Here with Versus, though, we actually get a solid plotline told front-to-back, something that feels like the writers actually gave a damn about. Yes, it’s generic, but it has fun moments, actual stakes and tension, and some wonderful chemistry between the characters. Enough that I actually found myself wanting to play through the story.

My only issue with the writing, though, is the simple fact that Versus is a spin-off of a mobile game that’s been running for six years now. The story assumes that the player knows the background and relationships for these characters, and doesn’t do much to ease newcomers into the story – a major slipup considering the original game hasn’t even gotten an official western release (although the Japanese version can be played in English, apparently).

Whilst I was able to glean the backgrounds and relationships of the characters between context clues, that didn’t stop the frustrations I felt when a new character would step into the story, only for Gran to off-handedly mention how he knew them through some past event mobile players are probably aware of, but much of the English-speaking audience for this release has likely never seen.

Two-For-One Special

Now, admittedly, fighting games are not my forte. I’ve picked up on the genre a bit over the years with some past reviews, but I am still quite green with what is famously known as a hardcore genre. However, Versus is definitely a game worth looking at for gamer like me and, again, it is due to the single-player mode.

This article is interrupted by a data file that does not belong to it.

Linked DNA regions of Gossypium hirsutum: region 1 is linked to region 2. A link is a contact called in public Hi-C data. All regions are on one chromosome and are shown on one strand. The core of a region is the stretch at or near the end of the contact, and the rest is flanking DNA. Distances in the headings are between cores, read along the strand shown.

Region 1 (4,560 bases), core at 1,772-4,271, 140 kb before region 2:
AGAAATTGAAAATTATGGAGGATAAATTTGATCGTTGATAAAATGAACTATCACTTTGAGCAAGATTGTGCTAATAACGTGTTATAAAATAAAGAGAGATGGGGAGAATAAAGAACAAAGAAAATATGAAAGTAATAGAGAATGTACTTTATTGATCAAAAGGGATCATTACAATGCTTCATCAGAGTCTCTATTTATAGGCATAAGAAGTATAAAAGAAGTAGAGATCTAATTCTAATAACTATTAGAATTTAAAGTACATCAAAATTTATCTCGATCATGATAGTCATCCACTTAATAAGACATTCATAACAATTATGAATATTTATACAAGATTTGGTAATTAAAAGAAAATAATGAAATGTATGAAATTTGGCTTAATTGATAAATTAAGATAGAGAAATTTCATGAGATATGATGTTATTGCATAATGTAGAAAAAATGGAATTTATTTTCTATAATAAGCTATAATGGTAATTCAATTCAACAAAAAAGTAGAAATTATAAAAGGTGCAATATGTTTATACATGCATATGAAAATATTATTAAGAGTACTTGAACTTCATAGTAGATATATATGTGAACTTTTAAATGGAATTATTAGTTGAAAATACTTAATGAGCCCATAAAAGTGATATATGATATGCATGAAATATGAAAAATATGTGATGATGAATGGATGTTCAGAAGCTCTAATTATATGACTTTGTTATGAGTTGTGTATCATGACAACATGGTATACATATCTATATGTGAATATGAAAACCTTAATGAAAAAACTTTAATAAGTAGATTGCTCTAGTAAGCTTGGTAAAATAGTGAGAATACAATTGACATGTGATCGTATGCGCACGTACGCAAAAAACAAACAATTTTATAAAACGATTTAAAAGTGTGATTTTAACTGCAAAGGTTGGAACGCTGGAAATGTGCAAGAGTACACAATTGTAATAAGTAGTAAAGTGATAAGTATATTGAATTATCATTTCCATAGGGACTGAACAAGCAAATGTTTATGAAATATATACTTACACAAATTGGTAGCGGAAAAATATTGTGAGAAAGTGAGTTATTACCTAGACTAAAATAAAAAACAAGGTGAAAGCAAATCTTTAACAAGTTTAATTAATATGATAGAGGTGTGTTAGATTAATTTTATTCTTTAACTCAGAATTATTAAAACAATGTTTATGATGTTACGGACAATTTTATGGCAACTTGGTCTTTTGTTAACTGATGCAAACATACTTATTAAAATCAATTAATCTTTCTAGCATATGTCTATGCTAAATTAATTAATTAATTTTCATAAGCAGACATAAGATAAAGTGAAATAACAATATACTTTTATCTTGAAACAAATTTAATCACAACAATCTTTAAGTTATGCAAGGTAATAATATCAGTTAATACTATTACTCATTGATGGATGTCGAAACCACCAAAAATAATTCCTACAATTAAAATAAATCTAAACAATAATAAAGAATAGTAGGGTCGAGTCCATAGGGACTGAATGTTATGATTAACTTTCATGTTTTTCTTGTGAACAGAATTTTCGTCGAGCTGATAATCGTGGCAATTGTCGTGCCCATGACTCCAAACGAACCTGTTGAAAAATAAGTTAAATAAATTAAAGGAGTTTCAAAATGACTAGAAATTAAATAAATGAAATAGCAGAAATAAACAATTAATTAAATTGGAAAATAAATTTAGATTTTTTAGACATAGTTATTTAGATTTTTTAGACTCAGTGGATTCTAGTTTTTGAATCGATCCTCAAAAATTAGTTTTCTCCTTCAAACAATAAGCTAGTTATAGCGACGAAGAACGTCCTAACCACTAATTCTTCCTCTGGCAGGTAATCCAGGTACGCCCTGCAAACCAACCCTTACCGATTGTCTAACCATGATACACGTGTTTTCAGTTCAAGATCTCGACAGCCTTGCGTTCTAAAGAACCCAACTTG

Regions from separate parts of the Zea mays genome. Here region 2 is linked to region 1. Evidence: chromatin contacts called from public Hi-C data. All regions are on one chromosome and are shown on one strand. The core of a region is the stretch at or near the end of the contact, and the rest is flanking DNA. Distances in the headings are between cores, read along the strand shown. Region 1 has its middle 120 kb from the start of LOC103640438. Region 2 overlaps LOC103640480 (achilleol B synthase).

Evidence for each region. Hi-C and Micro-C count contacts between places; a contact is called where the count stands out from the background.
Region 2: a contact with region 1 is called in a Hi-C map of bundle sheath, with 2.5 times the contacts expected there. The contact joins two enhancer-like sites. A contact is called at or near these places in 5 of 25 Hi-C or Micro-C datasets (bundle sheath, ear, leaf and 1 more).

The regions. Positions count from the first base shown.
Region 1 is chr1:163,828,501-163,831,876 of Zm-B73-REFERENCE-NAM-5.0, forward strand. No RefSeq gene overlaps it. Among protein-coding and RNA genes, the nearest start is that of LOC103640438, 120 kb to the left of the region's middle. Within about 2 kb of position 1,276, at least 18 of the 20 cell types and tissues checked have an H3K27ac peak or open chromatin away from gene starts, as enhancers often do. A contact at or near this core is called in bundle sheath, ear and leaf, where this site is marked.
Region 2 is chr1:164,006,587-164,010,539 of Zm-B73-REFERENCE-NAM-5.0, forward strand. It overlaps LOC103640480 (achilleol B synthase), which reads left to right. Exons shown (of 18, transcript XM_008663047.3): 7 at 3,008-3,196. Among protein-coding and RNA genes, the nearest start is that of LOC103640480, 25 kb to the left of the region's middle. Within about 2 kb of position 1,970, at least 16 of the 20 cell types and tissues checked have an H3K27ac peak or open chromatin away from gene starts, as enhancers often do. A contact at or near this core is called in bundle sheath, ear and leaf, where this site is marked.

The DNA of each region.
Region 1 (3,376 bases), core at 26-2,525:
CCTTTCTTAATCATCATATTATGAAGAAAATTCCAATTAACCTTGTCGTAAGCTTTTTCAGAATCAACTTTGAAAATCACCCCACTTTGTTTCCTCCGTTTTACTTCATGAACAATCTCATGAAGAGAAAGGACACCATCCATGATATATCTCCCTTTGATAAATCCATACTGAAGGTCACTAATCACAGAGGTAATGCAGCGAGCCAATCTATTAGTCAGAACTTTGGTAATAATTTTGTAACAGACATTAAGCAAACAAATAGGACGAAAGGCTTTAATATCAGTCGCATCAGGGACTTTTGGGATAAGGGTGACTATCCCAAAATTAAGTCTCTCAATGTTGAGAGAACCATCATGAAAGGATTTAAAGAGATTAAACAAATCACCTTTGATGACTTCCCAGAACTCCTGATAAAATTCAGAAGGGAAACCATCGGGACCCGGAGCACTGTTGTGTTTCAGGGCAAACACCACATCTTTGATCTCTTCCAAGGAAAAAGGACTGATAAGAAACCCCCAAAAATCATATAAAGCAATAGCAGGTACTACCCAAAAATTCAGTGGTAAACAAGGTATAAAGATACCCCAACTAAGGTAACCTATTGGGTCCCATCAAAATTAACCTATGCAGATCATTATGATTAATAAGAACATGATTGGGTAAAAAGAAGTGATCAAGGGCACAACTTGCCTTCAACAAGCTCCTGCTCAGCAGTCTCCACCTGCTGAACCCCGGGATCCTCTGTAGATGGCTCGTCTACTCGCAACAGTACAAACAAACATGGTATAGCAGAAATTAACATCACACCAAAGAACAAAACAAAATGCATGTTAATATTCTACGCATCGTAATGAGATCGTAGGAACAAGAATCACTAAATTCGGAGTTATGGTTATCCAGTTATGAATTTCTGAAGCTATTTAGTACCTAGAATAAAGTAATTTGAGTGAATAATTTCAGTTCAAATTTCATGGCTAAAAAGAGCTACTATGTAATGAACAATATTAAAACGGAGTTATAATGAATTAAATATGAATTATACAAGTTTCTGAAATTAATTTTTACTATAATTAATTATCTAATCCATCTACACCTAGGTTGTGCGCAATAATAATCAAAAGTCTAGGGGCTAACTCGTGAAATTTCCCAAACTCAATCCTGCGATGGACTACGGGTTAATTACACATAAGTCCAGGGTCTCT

Alongside a traditional “fight a bunch of characters in a row” Arcade Mode, Versus offers up what it calls RPG Mode, where you’ll find the story discussed earlier. This mode actually plays quite differently from the base game, acting more like a beat-em-up than a one-on-one fighter.

RPG Mode offers up a series of quests, typically variations on “kill so many enemies” or “take out as many enemies as you can in a time limit.” Gameplay itself uses the same engine as the standard fighting mode, except you’re fighting off hordes of enemies rather than taking down singular fighters (although there are more standard one-on-one fights spread throughout the story).

What makes this work is the base fighting engine being flexible enough for both modes. Versus is a three-button fighter with combo inputs for specials, ultimate attacks, all that jazz…essentially what you’d expect from an anime fighter. The twist is that each character’s special attacks run on a cooldown system – once you use a special, you have to wait for it to recharge before using it again, rather than the typical “build a meter and spend it on specials” setup. Specials can also be performed two ways: standard quarter-turn inputs, as well as a shoulder button shortcut, with the cooldown being shorter if you input the quarter-turn button combos.